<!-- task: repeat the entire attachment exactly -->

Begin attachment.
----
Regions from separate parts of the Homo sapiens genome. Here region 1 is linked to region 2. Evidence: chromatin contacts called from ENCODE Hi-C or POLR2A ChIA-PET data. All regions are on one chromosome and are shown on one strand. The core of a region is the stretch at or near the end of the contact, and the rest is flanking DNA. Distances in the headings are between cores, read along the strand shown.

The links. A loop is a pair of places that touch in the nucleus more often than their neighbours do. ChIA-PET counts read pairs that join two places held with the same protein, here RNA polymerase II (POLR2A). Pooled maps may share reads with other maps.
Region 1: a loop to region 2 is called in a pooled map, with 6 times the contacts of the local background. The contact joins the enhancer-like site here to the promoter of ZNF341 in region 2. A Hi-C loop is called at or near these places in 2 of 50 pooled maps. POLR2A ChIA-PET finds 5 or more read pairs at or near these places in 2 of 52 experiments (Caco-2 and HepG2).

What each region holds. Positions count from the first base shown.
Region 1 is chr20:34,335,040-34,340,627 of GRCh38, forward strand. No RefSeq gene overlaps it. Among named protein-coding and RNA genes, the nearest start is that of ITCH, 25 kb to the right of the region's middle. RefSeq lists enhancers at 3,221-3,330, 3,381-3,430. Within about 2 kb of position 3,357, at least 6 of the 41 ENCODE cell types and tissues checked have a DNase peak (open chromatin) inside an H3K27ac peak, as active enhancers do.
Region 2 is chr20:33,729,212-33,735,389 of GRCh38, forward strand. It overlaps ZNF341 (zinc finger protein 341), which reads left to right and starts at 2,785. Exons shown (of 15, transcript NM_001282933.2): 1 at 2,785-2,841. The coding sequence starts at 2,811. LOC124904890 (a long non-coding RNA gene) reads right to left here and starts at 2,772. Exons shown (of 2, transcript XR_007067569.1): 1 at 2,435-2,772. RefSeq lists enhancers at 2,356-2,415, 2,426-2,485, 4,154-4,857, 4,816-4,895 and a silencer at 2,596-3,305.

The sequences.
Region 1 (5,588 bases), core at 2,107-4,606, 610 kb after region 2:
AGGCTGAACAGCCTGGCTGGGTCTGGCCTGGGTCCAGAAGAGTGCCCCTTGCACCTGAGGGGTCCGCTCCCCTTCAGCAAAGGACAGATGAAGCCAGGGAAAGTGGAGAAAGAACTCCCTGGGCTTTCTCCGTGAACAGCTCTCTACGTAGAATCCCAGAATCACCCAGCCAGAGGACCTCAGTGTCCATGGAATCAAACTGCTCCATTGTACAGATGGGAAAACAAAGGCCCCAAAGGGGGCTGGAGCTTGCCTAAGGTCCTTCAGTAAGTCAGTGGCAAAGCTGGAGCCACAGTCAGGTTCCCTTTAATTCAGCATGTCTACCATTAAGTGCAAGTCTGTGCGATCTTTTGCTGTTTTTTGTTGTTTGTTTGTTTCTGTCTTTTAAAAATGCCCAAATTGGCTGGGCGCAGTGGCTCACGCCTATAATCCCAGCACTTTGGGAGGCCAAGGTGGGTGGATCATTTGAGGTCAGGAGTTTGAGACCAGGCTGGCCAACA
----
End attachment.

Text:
Regions from separate parts of the Homo sapiens genome. Here region 1 is linked to region 2. Evidence: chromatin contacts called from ENCODE Hi-C or POLR2A ChIA-PET data. All regions are on one chromosome and are shown on one strand. The core of a region is the stretch at or near the end of the contact, and the rest is flanking DNA. Distances in the headings are between cores, read along the strand shown.

The links. A loop is a pair of places that touch in the nucleus more often than their neighbours do. ChIA-PET counts read pairs that join two places held with the same protein, here RNA polymerase II (POLR2A). Pooled maps may share reads with other maps.
Region 1: a loop to region 2 is called in a pooled map, with 6 times the contacts of the local background. The contact joins the enhancer-like site here to the promoter of ZNF341 in region 2. A Hi-C loop is called at or near these places in 2 of 50 pooled maps. POLR2A ChIA-PET finds 5 or more read pairs at or near these places in 2 of 52 experiments (Caco-2 and HepG2).

What each region holds. Positions count from the first base shown.
Region 1 is chr20:34,335,040-34,340,627 of GRCh38, forward strand. No RefSeq gene overlaps it. Among named protein-coding and RNA genes, the nearest start is that of ITCH, 25 kb to the right of the region's middle. RefSeq lists enhancers at 3,221-3,330, 3,381-3,430. Within about 2 kb of position 3,357, at least 6 of the 41 ENCODE cell types and tissues checked have a DNase peak (open chromatin) inside an H3K27ac peak, as active enhancers do.
Region 2 is chr20:33,729,212-33,735,389 of GRCh38, forward strand. It overlaps ZNF341 (zinc finger protein 341), which reads left to right and starts at 2,785. Exons shown (of 15, transcript NM_001282933.2): 1 at 2,785-2,841. The coding sequence starts at 2,811. LOC124904890 (a long non-coding RNA gene) reads right to left here and starts at 2,772. Exons shown (of 2, transcript XR_007067569.1): 1 at 2,435-2,772. RefSeq lists enhancers at 2,356-2,415, 2,426-2,485, 4,154-4,857, 4,816-4,895 and a silencer at 2,596-3,305.

The sequences.
Region 1 (5,588 bases), core at 2,107-4,606, 610 kb after region 2:
AGGCTGAACAGCCTGGCTGGGTCTGGCCTGGGTCCAGAAGAGTGCCCCTTGCACCTGAGGGGTCCGCTCCCCTTCAGCAAAGGACAGATGAAGCCAGGGAAAGTGGAGAAAGAACTCCCTGGGCTTTCTCCGTGAACAGCTCTCTACGTAGAATCCCAGAATCACCCAGCCAGAGGACCTCAGTGTCCATGGAATCAAACTGCTCCATTGTACAGATGGGAAAACAAAGGCCCCAAAGGGGGCTGGAGCTTGCCTAAGGTCCTTCAGTAAGTCAGTGGCAAAGCTGGAGCCACAGTCAGGTTCCCTTTAATTCAGCATGTCTACCATTAAGTGCAAGTCTGTGCGATCTTTTGCTGTTTTTTGTTGTTTGTTTGTTTCTGTCTTTTAAAAATGCCCAAATTGGCTGGGCGCAGTGGCTCACGCCTATAATCCCAGCACTTTGGGAGGCCAAGGTGGGTGGATCATTTGAGGTCAGGAGTTTGAGACCAGGCTGGCCAACA